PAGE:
Staying Active and in Control Despite Their Allergies
Meet four people with allergies who combine medication, alternative therapies, and the right attitude to maintain control over their lives.
Liz Erk: Runner, Rower, Skater continued...
As she grew into adulthood, her passion for activity was often curtailed by
unpleasant allergy symptoms that made athletics and even socializing a
challenge. Instead of retreating indoors, though, she decided to tackle the
problem head on.
First came the allergy medication, which helped ease her difficulty with
breathing and relieve her asthma symptoms. Next, she turned to acupuncture,
which provided more relief. Soon she noticed a marked improvement. The only
exception was when the foliage changed each fall and spring.
She still had a problem with cats, but then ironically fell in love with a
kitten named Mia. A doctor told her to get rid of the furry feline, but she
refused. Then a friend gave her some encouraging advice: Making a kitten part
of your home, her friend said, might allow your system to develop immunity to
the allergens as the cat matures.
So she did it, and it worked -- perhaps too well, she chuckles. Erk now owns
10 cats and volunteers at a cat shelter in her spare time. She even upgraded to
a three-bedroom home specifically so her cats would have room to roam. An
activity that she once considered "virtual suicide" has now become an
integral part of her life and lifestyle. No more wheezing. Her eyes no longer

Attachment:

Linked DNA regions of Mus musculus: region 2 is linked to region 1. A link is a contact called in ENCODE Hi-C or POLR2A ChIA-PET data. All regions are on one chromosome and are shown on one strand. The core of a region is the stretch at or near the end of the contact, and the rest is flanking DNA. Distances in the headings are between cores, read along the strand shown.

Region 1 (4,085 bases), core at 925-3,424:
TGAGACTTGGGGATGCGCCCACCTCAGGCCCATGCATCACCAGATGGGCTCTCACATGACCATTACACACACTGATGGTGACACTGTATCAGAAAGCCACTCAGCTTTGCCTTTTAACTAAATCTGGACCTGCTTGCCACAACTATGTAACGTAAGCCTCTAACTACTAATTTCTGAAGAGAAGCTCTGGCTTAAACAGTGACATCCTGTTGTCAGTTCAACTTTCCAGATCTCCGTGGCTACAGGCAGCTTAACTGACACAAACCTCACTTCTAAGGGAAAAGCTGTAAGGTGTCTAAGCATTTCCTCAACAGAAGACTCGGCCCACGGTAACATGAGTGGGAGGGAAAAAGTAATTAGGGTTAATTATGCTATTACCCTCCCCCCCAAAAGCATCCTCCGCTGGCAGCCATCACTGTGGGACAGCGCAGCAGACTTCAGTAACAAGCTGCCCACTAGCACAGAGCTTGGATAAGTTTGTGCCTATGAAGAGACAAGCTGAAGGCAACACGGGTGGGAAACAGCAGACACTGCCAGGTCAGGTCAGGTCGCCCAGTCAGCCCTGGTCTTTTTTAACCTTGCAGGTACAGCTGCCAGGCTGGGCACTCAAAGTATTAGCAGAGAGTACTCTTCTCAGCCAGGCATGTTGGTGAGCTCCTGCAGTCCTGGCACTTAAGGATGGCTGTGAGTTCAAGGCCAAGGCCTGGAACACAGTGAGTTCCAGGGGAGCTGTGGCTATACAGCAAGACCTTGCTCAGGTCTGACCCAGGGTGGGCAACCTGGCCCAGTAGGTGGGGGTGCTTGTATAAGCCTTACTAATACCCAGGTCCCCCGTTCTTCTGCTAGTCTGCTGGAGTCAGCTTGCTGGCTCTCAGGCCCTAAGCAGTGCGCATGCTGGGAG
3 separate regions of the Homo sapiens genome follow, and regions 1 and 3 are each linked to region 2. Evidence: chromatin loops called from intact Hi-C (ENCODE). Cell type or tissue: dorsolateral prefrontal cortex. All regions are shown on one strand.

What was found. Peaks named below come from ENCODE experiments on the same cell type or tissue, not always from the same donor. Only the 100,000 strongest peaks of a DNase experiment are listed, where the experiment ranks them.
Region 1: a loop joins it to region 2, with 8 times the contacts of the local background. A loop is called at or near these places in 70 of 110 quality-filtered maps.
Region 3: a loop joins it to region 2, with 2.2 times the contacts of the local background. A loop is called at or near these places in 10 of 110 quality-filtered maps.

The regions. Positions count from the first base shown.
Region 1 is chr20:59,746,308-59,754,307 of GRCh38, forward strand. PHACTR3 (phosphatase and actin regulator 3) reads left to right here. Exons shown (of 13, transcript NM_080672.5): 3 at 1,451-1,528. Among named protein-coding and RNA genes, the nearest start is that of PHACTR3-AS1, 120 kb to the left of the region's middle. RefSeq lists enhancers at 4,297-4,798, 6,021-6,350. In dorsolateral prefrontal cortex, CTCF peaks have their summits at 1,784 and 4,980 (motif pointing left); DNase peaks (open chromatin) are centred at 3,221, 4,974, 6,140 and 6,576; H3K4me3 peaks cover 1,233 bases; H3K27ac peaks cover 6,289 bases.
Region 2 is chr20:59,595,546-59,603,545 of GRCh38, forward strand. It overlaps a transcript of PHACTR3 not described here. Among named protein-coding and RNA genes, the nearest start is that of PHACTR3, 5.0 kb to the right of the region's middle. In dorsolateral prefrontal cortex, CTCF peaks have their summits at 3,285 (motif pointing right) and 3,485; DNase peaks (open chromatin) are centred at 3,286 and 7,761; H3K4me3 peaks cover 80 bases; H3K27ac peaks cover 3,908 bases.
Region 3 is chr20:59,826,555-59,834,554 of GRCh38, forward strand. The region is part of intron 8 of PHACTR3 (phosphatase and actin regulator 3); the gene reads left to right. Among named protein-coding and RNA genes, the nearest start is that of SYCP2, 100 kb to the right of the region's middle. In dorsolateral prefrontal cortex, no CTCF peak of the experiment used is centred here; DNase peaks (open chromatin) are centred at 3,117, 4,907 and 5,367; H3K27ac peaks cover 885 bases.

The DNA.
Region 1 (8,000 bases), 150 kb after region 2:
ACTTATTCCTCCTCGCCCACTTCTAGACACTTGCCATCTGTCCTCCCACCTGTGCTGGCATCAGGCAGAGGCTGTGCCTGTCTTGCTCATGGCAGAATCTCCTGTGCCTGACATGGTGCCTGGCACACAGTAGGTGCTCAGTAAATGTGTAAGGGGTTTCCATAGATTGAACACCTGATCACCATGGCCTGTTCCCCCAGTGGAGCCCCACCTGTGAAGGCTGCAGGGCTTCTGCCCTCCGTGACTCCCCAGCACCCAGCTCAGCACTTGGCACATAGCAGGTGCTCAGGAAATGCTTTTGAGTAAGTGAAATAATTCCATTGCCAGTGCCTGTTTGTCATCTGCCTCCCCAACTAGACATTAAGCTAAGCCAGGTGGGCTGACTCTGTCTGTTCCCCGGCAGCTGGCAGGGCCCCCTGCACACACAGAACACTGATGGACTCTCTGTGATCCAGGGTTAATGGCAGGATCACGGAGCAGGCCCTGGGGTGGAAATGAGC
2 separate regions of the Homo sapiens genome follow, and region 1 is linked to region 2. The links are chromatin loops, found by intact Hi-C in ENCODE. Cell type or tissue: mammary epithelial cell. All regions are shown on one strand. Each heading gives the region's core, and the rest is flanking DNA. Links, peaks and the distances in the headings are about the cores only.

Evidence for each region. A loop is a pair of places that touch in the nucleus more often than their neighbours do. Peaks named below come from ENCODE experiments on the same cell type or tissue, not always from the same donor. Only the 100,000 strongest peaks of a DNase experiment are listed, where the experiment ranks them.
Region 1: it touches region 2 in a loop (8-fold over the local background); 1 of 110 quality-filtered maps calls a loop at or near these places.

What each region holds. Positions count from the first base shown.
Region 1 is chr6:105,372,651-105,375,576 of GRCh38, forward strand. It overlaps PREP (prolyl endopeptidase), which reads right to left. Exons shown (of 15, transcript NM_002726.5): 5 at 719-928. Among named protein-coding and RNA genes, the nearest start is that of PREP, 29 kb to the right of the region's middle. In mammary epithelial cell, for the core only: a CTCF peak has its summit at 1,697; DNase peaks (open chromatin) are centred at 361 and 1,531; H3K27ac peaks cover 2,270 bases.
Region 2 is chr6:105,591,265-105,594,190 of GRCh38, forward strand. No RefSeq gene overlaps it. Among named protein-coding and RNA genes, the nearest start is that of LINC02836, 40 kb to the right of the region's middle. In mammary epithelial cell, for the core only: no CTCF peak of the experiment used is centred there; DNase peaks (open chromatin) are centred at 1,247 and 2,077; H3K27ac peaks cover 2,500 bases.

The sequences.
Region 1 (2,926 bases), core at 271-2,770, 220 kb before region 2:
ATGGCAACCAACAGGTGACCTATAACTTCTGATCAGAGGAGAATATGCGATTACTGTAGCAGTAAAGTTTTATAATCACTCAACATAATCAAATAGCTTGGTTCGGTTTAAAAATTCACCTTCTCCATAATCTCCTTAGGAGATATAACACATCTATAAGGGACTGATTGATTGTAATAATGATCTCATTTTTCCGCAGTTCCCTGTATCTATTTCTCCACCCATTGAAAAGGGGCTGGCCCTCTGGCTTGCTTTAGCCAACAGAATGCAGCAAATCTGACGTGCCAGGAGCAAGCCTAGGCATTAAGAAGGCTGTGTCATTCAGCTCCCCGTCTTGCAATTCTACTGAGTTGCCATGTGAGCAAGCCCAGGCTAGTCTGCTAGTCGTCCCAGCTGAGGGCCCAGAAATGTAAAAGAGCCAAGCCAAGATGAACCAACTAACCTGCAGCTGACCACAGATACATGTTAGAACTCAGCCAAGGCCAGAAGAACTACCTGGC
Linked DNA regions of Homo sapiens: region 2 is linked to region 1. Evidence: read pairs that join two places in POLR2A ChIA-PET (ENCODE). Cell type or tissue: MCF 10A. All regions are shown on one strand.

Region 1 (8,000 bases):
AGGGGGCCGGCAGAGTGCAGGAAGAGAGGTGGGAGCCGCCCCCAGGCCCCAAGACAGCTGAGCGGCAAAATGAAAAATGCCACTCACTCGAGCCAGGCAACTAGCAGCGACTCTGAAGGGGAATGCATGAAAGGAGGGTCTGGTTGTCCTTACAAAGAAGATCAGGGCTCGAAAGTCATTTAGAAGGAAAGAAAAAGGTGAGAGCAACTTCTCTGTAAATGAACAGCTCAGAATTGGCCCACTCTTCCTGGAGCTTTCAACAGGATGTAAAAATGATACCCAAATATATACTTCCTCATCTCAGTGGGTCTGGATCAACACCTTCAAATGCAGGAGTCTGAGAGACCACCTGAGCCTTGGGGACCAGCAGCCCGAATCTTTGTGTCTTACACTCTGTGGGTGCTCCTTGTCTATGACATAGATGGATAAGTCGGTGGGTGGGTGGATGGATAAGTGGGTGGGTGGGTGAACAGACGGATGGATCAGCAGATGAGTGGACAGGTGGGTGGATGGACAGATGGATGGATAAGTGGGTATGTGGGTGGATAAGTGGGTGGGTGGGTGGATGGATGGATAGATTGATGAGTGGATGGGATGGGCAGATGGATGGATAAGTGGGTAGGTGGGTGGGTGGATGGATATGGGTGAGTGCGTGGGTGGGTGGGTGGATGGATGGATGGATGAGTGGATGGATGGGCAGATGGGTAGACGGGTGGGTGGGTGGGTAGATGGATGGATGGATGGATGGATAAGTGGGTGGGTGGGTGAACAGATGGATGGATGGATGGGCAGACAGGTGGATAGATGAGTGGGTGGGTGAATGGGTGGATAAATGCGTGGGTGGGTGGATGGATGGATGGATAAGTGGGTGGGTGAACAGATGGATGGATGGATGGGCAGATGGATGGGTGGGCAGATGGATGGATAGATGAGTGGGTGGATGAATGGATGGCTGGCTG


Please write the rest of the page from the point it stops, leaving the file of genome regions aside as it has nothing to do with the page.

swell shut when she hears a "meow" and the cat nuzzles her. She even
credits fighting against her cat allergy with improving her social life. She no
longer shies away from visiting friends who have pets.
Meanwhile, Erk's found a new athletic passion. Two years ago, she learned
how to skate and started to play ice hockey. That’s brought back her inner
competitor. "For my level, I'm pretty fast," Erk says. "And it's
all because I have the stamina for it."
Fighting back against the irritants that caused her such grief has altered
Erk's life both mentally and physically. "My life is completely
different," she says. "Tackling my allergens head on made a total
difference for me. I'm in the best shape of my life."
Fred Coe: Keeping Allergies Off the Court
Fred Coe spent part of the fifth grade encased in plastic. Having had asthma
from the time he was very young, Coe developed double pneumonia. It was so
severe that he was placed in an oxygen tent. He didn’t return to school until
his sixth grade class had already begun.
Coe’s list of allergic substances – both indoors and out -- contains all the
typical culprits: dander, dust, pollen, and other airborne allergens.
Sauerkraut is another trigger, but he admits it’s one that isn’t quite as
challenging to avoid.
Despite spending an entire winter of his life without leaving his home, Coe
is now determined to make his allergies an annoyance rather than a crippling